Words || Jennifer Khouw
Mary Poppins Returns is, in a word, charming. The sequel to the 1964 classic film oozes charm to the point of indulgence, but the result is a feel-good update to the franchise that remains loyal enough to the original to appease nostalgic fans, yet sufficiently refreshed to appeal to modern audiences.
The story follows the Banks children, Jane (Emily Mortimer) and Michael (Ben Whishaw), all grown-up and facing all the usual difficulties that growing-up entails. Michael now has a family of his own, with children John (Nathanael Saleh), Annabel (Pixie Davies), and Georgie (Joel Dawson). Unsurprisingly, the plot, while entertaining, does not suffer from an overabundance of originality. The main conflict revolves around the desperate search for proof of bank shares that would save the Banks’ family home from repossession by the bank. Enter Mary Poppins, to reintroduce some magic into their lives.
Emily Blunt shines as the franchise’s eponymous heroine, a strict governess-type who dabbles in the supernatural. Blunt skilfully navigates Poppins’ eccentricities, throwing around quirky oxymorons (“everything is possible, even the impossible”) while balancing the character’s sternness with brief glimpses of a softer side to the no-nonsense nanny. However, Blunt is not the only highlight in the film’s lovable and surprisingly star-studded cast. Lin Manuel-Miranda brings an effortless enthusiasm to Jack the lamplighter, despite the character effectively reprising the role of a certain Cockney chimney sweep. The film’s numerous celebrity appearances, from Colin Firth as Michael’s boss, to Angela Lansbury as the Balloon Lady, to deux ex Dick van Dyke, can feel at times self-indulgent. Nonetheless, audiences are likely to enjoy seeing Meryl Streep as Poppins’ eccentric, ambiguously Eastern-European cousin Topsy, and Star Trek’s David Warner as a time-keeping admiral with a love of cannons.
However, no Disney musical would be complete without animation and talking animals. Poppins and the Banks children find themselves superimposed onto a hand-drawn cartoon world more than once, where they find anthropomorphised versions of familiar characters in hyper-saturated landscapes. It’s nothing that hasn’t been done before, but the effect is, as always, highly appealing to younger viewers.
No doubt the biggest challenge faced by the composers was how to reprise the film’s iconic music without sacrificing creativity. Mark Shaiman presents a score that, although virtually indistinguishable between songs, manages to extend the musical stylings of the original film, composed by Richard and Robert Sherman. The big-band, theatrical approach to the Oscar-nominated score felt not only reminiscent of its 1964 counterpart, but like a natural progression. Particular highlights include large chorus number ‘Trip a Little Light Fantastic’, featuring the film’s obligatory lengthy dance break, and the more heartfelt ‘The Place Where Lost Things Go’, a touching ode to the younger Banks’ dearly departed mother. With lyrics co-written by Shaiman and Scott Wittman, ‘The Royal Doulton Music Hall’ features the kind of silly rhymes and made-up words most associated with the franchise that produced ‘Supercalifragilisticexpialidocious’ and ‘Chim Chim Cher-ee’, like “dilly dynamical, simply ceramical.” Nonsense, but nostalgic nonsense.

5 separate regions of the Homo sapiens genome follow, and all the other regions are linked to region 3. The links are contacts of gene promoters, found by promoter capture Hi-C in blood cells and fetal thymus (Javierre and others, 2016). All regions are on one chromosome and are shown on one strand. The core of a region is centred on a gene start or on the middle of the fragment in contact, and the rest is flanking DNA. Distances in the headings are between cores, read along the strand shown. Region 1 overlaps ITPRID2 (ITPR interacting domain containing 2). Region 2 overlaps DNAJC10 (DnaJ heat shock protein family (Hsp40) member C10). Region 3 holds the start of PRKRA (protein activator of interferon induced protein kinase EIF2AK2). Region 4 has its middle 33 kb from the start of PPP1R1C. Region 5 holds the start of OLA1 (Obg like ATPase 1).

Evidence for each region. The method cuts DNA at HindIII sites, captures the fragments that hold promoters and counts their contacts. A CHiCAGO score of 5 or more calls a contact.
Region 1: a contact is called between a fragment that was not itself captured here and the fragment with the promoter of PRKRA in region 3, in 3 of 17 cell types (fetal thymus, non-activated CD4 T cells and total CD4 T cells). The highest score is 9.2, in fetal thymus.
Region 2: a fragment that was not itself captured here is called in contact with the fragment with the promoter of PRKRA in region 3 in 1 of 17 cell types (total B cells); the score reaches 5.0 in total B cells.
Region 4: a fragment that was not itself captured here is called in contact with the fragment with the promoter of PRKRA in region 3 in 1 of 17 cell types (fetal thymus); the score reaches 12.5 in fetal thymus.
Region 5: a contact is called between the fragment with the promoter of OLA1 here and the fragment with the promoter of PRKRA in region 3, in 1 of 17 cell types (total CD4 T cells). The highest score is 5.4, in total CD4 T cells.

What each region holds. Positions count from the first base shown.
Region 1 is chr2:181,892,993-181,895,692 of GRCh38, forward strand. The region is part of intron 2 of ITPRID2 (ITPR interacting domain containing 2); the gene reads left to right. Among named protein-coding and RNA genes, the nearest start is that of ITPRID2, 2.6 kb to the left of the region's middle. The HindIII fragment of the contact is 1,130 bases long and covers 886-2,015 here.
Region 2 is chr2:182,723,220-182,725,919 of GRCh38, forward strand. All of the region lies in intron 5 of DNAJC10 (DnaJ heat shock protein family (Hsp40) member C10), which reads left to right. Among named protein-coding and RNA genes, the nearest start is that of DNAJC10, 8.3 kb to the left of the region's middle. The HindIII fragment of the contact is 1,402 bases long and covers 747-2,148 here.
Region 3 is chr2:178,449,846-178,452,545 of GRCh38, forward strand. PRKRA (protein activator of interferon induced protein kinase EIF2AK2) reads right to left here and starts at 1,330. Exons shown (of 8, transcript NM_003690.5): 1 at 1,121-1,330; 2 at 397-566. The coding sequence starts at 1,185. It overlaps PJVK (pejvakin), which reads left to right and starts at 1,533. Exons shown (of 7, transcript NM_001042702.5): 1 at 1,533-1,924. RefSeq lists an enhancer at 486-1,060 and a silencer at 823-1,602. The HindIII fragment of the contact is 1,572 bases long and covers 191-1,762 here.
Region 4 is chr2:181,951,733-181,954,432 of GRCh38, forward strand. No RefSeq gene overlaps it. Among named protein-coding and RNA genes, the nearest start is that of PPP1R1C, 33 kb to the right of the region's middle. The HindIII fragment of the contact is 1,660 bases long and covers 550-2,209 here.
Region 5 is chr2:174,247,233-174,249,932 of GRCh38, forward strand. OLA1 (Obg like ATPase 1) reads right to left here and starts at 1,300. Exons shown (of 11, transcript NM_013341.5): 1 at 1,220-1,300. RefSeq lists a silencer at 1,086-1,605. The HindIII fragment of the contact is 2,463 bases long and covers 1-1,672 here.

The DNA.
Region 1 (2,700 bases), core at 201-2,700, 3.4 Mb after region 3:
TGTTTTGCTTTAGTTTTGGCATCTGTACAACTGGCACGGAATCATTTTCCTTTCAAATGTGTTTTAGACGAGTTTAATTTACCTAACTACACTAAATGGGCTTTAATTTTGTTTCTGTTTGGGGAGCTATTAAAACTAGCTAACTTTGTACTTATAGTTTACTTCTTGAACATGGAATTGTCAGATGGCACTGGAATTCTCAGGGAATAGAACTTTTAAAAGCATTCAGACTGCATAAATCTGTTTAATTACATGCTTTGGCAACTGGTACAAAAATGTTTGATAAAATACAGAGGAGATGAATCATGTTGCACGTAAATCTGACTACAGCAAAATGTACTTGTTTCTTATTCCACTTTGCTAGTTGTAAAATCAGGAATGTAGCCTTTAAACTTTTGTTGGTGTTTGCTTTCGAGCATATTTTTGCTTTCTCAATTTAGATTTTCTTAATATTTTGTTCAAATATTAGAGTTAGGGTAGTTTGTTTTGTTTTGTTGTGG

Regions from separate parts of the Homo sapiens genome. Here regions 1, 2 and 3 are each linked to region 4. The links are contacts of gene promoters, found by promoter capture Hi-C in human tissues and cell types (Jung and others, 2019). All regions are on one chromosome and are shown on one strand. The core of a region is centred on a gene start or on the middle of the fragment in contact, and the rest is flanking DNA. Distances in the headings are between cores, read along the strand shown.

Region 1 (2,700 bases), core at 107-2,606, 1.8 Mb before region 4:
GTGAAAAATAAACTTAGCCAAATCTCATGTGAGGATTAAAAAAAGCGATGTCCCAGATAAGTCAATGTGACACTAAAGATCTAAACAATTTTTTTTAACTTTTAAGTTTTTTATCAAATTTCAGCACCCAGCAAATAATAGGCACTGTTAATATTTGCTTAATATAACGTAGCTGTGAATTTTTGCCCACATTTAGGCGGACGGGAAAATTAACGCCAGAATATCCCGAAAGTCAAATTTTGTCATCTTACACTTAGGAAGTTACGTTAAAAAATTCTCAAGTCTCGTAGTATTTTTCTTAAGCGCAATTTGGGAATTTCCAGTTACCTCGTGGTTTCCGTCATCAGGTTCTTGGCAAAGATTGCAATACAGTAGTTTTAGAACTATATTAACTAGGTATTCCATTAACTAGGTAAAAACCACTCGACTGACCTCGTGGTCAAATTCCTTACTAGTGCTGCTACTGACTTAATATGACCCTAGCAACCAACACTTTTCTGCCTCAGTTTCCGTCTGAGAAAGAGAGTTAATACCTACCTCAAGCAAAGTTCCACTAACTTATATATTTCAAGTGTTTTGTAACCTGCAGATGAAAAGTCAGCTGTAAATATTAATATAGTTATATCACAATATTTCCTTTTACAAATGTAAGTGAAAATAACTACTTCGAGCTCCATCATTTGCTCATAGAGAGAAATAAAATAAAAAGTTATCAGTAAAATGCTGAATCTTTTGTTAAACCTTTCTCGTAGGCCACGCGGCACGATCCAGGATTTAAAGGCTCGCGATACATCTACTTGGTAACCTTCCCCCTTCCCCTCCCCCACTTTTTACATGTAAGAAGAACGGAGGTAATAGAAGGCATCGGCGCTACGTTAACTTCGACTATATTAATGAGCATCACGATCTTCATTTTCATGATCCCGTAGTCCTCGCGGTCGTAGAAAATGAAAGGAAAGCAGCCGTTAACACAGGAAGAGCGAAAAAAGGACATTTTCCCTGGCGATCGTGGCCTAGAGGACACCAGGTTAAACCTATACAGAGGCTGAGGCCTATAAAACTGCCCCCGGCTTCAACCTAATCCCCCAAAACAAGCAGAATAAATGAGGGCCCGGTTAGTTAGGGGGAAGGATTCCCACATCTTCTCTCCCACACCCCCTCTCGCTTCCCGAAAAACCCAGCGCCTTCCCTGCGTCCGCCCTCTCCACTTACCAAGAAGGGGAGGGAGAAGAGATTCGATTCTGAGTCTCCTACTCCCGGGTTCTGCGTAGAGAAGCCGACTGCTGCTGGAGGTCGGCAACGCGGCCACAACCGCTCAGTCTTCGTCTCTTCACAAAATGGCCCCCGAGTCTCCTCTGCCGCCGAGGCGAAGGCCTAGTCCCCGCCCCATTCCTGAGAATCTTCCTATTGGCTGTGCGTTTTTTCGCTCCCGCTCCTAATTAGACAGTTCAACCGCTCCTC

The harshest of critics may accuse Mary Poppins Returns of lacking substance, and to some extent this is true. The film shies away from any sort of social commentary, preferring instead safer, more universal messages like familial love, and the beauty of childlike wonder. Even the visuals of the film are highly romanticised, depicting a hyper-idealised version of Edwardian London, with the kind of gilded aesthetic impossible to find in the real world. However, such realism is antithetical to and, frankly, unnecessary for a feel-good Disney movie such as this. The entire franchise is an exercise in suspension of disbelief, but it is exactly in this way that the film achieves what it sets out to do: inspire a sense of magic and wonder in its audience, adults and children alike.